In Laurie Metcalf, The Other Place offers the performance of the season
We’ve all met people like Juliana Smithton, the prickly pharmaceutical researcher played with astonishing nuance by the inimitable Laurie Metcalf in Sharr White’s The Other Place. Accomplished, curt, sensible, Juliana is all business and no empathy, the kind of woman we have either worked for, sat next to, or dealt with in some confrontational manner. The kind of woman who, you’re likely to guess, harbors some deep-seated secret loss or disappointment that would make you feel sorry for her if she weren’t so busy making your life miserable.
White doesn’t pity Juliana, but he does examine this scientist from all sides in Place. This taut, splintered play, astutely directed by Joe Mantello first at the Lucille Lortel Theatre in 2011 and now playing at Manhattan Theatre Club’s Samuel J. Friedman Theatre, isn’t so much a mystery as it is a kaleidoscopic examination at what’s eating Juliana. We first meet her, quite sensibly clad in a sleek blacks jacket and skirt (David Zinn is the costume designer), shilling a new dementia drug at a conference in St. Thomas. Narrating to us, the real audience, as curtly as she does her fictional one, Juliana explains that the presence of a young woman in a yellow bikini has distracted her. She tells us that she ended her lecture early and, upon returning home to the Boston area, sought treatment for what she suspects is brain cancer, of which she has a family history.
But Place is not an issue play, nor is it a mawkish look at illness. There isn’t room for it between White’s strategic assembly of non-linear scenes, getting us into Juliana’s head, and the unimpeachable way in which Metcalf connects all the dots. Most of these pertain to the people in her life, and how she perceives them. That includes her husband, esteemed oncologist Ian (Daniel Stern), from whom she may or may not be estranged because he may or may not be cheating on her. That also includes her daughter, Laurel (Zoe Perry, who also fills out several other female roles), whom she believes to have run off at a young age with her medical research postdoc, Richard (John Schiappa).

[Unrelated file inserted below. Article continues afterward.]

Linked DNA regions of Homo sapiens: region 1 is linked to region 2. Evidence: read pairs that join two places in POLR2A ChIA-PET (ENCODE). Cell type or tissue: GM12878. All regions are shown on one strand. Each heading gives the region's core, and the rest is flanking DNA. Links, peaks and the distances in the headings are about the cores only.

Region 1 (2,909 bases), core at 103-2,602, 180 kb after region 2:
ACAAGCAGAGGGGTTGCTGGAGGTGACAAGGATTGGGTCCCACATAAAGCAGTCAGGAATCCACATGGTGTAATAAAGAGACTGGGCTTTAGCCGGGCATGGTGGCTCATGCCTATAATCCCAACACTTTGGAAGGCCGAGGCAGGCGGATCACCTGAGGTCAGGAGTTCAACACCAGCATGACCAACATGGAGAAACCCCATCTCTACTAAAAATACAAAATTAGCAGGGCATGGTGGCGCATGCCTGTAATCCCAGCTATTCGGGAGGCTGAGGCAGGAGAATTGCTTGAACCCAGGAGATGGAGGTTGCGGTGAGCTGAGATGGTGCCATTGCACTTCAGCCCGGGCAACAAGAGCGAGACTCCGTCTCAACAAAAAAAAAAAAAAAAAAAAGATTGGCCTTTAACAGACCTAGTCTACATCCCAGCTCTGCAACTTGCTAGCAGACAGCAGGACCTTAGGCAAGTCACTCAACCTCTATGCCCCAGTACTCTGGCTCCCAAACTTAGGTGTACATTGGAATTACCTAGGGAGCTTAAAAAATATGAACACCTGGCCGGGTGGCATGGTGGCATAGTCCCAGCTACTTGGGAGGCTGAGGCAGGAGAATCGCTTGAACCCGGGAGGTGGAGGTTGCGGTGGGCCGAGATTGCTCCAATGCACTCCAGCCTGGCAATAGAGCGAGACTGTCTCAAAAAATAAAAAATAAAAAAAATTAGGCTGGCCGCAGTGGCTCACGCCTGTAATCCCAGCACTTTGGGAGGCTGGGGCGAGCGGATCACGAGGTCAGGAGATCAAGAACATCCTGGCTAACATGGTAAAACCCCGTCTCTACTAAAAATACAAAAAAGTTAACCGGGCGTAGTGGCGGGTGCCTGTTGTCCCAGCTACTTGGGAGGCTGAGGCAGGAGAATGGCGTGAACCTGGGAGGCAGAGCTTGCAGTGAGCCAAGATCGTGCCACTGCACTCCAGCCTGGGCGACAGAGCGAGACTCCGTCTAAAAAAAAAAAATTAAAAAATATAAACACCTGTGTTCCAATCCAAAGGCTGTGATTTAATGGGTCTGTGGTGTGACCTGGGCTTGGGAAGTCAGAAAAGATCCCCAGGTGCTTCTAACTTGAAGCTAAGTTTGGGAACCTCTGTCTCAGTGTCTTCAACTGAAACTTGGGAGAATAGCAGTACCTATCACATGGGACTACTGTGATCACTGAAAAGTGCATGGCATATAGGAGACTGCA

Though Juliana’s condition, it would seem, degenerates, Place has only improved since its Off-Broadway bow two seasons ago. Initially seen just as a vehicle for its leading lady, always rock-solid in the role, White has refined the play into a more mature work, confined neither by genre expectations nor formula developments. It is also less clumsy. While an occasional plot question mark remains, what felt omitted before now feels largely inferred. White trusts his audience and doesn’t spoon feed them answers. The results are universal, and emotionally potent, strengthened by Mantello’s polished production. Eugene Lee and Edward Pierce’s set design, evoking both modern window design and entwined DNA helixes, is stark but fitting; Fitz Patton’s music and sound design punctuates the many revolutions Juliana’s world makes.
And Metcalf’s contributions here cannot be underestimated. Juliana is a give-and-take role; the character keeps secrets from herself as well as the audience in whom she appears to confide. And yet the actress, eschewing sympathy at almost every turn, shades in all of Juliana’s pain, regret and fear. While she commands the stage alone often – and never leaves it for the show’s duration – Metcalf is also on fire opposite her co-stars, particularly a subtly moving Stern, hardened and heartbroken by Juliana’s helpless abuse, and Perry. It’s worth noting that Perry is Metcalf’s real-life daughter not to denote any act of nepotism or shout out a marketing ploy, but to explain what might inform their work together, especially a touching scene that comes near the play’s end. Solo or not, though, Place marks another tour-de-force for Metcalf. There’s no scientific explanation for what she is capable of. You have to see it to believe it.
And you will believe.
The Other Place
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